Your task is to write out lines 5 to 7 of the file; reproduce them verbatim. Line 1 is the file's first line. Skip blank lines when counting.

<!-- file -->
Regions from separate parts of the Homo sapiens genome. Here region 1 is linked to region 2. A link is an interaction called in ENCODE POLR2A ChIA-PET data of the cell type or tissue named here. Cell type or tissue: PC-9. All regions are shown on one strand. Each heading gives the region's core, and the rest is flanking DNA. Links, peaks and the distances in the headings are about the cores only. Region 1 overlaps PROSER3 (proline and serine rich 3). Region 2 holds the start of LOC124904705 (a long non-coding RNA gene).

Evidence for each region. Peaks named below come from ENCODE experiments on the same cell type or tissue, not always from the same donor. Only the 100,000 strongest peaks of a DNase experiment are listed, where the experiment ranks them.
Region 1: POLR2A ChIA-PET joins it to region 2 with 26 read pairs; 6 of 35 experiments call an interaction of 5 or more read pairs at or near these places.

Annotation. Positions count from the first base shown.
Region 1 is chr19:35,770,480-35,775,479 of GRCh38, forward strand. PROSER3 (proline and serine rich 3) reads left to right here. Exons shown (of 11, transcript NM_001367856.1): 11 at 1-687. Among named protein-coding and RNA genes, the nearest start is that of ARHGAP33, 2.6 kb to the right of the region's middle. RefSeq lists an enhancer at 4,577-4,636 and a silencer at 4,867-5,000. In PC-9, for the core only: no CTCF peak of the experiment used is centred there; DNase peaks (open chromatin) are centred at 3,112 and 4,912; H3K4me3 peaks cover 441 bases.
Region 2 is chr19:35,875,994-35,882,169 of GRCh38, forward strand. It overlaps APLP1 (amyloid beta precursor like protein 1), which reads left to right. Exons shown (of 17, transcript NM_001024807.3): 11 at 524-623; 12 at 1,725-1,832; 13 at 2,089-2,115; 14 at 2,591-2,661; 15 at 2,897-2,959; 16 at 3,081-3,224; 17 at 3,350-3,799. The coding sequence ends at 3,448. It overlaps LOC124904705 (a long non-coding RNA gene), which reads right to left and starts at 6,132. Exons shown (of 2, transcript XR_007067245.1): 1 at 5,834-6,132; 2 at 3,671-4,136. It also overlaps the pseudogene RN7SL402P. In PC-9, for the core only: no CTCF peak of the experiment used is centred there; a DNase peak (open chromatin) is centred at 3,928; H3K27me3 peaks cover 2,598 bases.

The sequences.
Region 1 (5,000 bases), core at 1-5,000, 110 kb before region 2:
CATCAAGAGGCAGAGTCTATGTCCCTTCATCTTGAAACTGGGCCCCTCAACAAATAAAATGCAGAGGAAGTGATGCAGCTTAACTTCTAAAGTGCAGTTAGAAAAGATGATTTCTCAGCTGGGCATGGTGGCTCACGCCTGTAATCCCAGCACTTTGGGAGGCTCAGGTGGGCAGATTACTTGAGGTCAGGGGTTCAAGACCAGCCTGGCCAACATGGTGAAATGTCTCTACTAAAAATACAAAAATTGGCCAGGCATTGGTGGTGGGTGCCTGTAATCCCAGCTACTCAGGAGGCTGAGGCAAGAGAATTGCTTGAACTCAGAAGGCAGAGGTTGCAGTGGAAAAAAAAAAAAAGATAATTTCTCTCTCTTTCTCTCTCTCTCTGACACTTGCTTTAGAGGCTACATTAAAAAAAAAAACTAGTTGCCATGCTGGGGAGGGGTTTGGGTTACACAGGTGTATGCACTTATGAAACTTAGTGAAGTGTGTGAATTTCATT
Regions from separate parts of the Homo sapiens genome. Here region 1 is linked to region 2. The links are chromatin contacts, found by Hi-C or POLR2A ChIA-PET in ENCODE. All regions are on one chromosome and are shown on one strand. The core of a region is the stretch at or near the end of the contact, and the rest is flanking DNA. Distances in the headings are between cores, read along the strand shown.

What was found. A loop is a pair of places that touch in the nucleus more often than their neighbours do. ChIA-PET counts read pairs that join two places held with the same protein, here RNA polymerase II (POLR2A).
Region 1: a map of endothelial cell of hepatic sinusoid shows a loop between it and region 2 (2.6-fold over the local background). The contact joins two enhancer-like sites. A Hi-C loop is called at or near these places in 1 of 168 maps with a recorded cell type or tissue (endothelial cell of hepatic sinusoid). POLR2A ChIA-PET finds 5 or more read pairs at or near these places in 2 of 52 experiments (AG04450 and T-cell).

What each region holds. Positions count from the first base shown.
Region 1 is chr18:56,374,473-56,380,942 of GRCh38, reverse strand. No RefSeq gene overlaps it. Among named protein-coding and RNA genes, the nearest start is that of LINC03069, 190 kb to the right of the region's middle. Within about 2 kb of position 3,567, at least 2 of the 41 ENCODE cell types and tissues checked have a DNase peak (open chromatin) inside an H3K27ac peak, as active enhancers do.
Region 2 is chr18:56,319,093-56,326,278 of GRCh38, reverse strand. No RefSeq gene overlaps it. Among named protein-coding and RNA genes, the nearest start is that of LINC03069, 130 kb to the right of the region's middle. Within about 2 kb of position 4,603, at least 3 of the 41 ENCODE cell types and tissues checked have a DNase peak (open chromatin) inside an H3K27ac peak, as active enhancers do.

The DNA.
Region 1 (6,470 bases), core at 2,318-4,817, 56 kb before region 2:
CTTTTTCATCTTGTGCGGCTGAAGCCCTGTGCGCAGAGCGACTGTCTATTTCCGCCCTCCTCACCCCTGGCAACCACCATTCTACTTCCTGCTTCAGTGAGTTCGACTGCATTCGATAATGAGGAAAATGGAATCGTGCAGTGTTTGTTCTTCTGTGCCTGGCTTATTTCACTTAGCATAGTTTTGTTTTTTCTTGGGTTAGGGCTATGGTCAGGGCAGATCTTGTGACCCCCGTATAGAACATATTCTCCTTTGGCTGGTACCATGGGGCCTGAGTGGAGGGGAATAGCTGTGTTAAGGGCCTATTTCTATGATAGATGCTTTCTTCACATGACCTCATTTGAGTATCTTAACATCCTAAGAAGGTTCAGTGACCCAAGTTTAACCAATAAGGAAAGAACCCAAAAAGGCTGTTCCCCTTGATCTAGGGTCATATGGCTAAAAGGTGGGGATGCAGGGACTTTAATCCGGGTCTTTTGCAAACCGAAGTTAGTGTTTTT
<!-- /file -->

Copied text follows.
Region 1 is chr19:35,770,480-35,775,479 of GRCh38, forward strand. PROSER3 (proline and serine rich 3) reads left to right here. Exons shown (of 11, transcript NM_001367856.1): 11 at 1-687. Among named protein-coding and RNA genes, the nearest start is that of ARHGAP33, 2.6 kb to the right of the region's middle. RefSeq lists an enhancer at 4,577-4,636 and a silencer at 4,867-5,000. In PC-9, for the core only: no CTCF peak of the experiment used is centred there; DNase peaks (open chromatin) are centred at 3,112 and 4,912; H3K4me3 peaks cover 441 bases.
Region 2 is chr19:35,875,994-35,882,169 of GRCh38, forward strand. It overlaps APLP1 (amyloid beta precursor like protein 1), which reads left to right. Exons shown (of 17, transcript NM_001024807.3): 11 at 524-623; 12 at 1,725-1,832; 13 at 2,089-2,115; 14 at 2,591-2,661; 15 at 2,897-2,959; 16 at 3,081-3,224; 17 at 3,350-3,799. The coding sequence ends at 3,448. It overlaps LOC124904705 (a long non-coding RNA gene), which reads right to left and starts at 6,132. Exons shown (of 2, transcript XR_007067245.1): 1 at 5,834-6,132; 2 at 3,671-4,136. It also overlaps the pseudogene RN7SL402P. In PC-9, for the core only: no CTCF peak of the experiment used is centred there; a DNase peak (open chromatin) is centred at 3,928; H3K27me3 peaks cover 2,598 bases.

The sequences.